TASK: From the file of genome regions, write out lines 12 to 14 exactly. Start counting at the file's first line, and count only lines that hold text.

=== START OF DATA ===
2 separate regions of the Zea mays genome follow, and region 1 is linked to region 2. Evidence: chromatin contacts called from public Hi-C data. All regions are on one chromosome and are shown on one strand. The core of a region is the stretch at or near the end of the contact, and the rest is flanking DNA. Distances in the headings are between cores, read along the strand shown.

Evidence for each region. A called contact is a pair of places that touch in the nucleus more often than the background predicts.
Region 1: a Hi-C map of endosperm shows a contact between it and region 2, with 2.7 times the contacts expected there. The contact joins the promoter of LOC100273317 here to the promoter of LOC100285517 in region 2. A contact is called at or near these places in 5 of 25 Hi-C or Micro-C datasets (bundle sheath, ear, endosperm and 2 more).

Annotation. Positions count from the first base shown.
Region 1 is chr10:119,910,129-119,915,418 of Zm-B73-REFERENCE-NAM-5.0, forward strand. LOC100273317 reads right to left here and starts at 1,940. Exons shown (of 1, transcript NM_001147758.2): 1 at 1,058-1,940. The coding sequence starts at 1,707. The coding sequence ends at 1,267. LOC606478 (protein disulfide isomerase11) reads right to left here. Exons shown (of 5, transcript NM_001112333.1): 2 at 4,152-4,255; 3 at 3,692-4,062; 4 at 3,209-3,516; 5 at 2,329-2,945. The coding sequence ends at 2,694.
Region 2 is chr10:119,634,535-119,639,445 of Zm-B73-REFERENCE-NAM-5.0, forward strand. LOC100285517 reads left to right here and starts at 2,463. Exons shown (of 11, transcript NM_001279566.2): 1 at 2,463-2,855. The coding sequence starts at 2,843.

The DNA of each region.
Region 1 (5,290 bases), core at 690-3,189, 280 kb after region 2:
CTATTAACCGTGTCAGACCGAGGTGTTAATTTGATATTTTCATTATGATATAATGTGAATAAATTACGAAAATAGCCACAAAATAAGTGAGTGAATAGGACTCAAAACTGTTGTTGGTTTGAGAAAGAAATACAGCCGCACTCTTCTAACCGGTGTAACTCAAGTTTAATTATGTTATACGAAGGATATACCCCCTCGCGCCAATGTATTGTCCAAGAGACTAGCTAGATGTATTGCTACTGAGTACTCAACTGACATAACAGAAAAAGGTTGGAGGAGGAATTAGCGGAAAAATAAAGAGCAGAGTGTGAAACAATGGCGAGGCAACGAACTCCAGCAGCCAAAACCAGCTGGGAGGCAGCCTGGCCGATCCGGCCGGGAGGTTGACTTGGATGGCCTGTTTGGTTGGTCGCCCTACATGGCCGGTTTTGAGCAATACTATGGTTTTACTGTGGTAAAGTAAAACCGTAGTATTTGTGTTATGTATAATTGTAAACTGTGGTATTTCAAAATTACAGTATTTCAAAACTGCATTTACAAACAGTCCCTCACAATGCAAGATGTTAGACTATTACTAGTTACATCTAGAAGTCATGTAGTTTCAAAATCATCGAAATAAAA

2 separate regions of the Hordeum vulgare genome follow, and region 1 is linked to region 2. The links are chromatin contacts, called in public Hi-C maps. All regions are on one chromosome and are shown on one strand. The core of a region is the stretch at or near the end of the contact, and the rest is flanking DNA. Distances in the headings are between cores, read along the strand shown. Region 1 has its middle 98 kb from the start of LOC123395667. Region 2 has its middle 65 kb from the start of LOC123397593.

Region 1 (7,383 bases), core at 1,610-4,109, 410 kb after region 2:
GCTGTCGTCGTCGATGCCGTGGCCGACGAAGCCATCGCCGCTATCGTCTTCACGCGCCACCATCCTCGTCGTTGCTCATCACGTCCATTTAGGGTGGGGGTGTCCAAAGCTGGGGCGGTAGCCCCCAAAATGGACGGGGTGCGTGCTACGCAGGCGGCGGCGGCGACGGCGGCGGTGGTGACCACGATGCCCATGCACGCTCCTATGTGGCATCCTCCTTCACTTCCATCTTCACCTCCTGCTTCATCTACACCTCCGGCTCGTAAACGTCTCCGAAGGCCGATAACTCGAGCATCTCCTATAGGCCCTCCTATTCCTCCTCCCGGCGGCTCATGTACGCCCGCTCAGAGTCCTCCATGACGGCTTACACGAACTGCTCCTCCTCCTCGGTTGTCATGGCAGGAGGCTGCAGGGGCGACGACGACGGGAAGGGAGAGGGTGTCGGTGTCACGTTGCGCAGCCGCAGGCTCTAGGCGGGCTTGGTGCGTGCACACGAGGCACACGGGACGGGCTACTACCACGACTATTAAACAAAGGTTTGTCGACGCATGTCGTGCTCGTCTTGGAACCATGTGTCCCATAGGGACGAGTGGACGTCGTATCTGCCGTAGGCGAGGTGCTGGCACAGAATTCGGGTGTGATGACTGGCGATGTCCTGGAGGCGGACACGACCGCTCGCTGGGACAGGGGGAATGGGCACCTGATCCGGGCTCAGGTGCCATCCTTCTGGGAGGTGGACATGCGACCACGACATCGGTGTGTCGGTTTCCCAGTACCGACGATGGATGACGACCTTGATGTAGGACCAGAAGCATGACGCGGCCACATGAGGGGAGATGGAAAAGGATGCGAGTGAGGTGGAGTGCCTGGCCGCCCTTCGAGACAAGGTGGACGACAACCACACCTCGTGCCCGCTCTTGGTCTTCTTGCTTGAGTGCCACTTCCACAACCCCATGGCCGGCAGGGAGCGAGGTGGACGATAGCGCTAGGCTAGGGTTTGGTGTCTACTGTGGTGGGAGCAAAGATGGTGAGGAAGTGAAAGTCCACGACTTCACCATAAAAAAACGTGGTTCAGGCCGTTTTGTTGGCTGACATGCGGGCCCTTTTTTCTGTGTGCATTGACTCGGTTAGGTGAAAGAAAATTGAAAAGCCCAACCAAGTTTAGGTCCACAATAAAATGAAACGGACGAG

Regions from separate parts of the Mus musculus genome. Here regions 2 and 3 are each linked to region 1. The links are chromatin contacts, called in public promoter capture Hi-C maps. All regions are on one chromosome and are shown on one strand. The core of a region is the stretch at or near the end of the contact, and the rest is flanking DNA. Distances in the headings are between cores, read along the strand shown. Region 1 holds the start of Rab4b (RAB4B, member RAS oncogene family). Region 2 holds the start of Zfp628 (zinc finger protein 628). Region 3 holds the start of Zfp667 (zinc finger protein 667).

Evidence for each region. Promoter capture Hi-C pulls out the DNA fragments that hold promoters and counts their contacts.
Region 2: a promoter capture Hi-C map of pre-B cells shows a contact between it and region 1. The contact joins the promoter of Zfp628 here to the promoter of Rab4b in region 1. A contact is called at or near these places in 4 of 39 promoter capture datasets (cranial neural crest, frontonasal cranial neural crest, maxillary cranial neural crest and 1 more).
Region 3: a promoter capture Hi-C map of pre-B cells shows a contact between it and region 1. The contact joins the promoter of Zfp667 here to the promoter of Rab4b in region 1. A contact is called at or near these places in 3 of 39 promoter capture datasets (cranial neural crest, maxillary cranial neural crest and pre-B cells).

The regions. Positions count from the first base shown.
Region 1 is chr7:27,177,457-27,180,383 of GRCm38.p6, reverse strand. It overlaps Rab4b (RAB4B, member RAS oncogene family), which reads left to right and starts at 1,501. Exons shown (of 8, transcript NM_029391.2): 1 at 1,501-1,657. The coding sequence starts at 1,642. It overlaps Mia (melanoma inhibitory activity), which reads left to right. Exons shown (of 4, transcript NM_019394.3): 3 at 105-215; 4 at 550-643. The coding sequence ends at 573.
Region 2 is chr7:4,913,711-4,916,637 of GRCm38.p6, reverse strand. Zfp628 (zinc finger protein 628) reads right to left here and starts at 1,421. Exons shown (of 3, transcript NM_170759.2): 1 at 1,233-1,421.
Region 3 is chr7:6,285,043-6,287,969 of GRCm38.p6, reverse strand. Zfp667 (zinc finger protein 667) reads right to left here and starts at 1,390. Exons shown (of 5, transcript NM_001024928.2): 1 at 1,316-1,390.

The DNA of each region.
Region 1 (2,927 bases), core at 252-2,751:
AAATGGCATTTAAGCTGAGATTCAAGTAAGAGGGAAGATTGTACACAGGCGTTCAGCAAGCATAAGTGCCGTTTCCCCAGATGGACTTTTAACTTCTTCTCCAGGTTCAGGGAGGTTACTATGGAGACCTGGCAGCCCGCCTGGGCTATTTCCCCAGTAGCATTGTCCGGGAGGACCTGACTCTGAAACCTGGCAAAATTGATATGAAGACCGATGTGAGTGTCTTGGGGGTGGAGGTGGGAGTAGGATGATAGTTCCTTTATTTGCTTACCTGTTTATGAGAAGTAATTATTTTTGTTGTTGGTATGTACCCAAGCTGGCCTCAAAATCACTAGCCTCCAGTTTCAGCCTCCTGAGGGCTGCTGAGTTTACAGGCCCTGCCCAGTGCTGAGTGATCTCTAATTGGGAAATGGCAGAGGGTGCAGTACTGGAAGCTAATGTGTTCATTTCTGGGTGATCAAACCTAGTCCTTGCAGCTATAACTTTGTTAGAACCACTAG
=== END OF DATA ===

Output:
GCTGTCGTCGTCGATGCCGTGGCCGACGAAGCCATCGCCGCTATCGTCTTCACGCGCCACCATCCTCGTCGTTGCTCATCACGTCCATTTAGGGTGGGGGTGTCCAAAGCTGGGGCGGTAGCCCCCAAAATGGACGGGGTGCGTGCTACGCAGGCGGCGGCGGCGACGGCGGCGGTGGTGACCACGATGCCCATGCACGCTCCTATGTGGCATCCTCCTTCACTTCCATCTTCACCTCCTGCTTCATCTACACCTCCGGCTCGTAAACGTCTCCGAAGGCCGATAACTCGAGCATCTCCTATAGGCCCTCCTATTCCTCCTCCCGGCGGCTCATGTACGCCCGCTCAGAGTCCTCCATGACGGCTTACACGAACTGCTCCTCCTCCTCGGTTGTCATGGCAGGAGGCTGCAGGGGCGACGACGACGGGAAGGGAGAGGGTGTCGGTGTCACGTTGCGCAGCCGCAGGCTCTAGGCGGGCTTGGTGCGTGCACACGAGGCACACGGGACGGGCTACTACCACGACTATTAAACAAAGGTTTGTCGACGCATGTCGTGCTCGTCTTGGAACCATGTGTCCCATAGGGACGAGTGGACGTCGTATCTGCCGTAGGCGAGGTGCTGGCACAGAATTCGGGTGTGATGACTGGCGATGTCCTGGAGGCGGACACGACCGCTCGCTGGGACAGGGGGAATGGGCACCTGATCCGGGCTCAGGTGCCATCCTTCTGGGAGGTGGACATGCGACCACGACATCGGTGTGTCGGTTTCCCAGTACCGACGATGGATGACGACCTTGATGTAGGACCAGAAGCATGACGCGGCCACATGAGGGGAGATGGAAAAGGATGCGAGTGAGGTGGAGTGCCTGGCCGCCCTTCGAGACAAGGTGGACGACAACCACACCTCGTGCCCGCTCTTGGTCTTCTTGCTTGAGTGCCACTTCCACAACCCCATGGCCGGCAGGGAGCGAGGTGGACGATAGCGCTAGGCTAGGGTTTGGTGTCTACTGTGGTGGGAGCAAAGATGGTGAGGAAGTGAAAGTCCACGACTTCACCATAAAAAAACGTGGTTCAGGCCGTTTTGTTGGCTGACATGCGGGCCCTTTTTTCTGTGTGCATTGACTCGGTTAGGTGAAAGAAAATTGAAAAGCCCAACCAAGTTTAGGTCCACAATAAAATGAAACGGACGAG

Regions from separate parts of the Mus musculus genome. Here regions 2 and 3 are each linked to region 1. The links are chromatin contacts, called in public promoter capture Hi-C maps. All regions are on one chromosome and are shown on one strand. The core of a region is the stretch at or near the end of the contact, and the rest is flanking DNA. Distances in the headings are between cores, read along the strand shown. Region 1 holds the start of Rab4b (RAB4B, member RAS oncogene family). Region 2 holds the start of Zfp628 (zinc finger protein 628). Region 3 holds the start of Zfp667 (zinc finger protein 667).

Evidence for each region. Promoter capture Hi-C pulls out the DNA fragments that hold promoters and counts their contacts.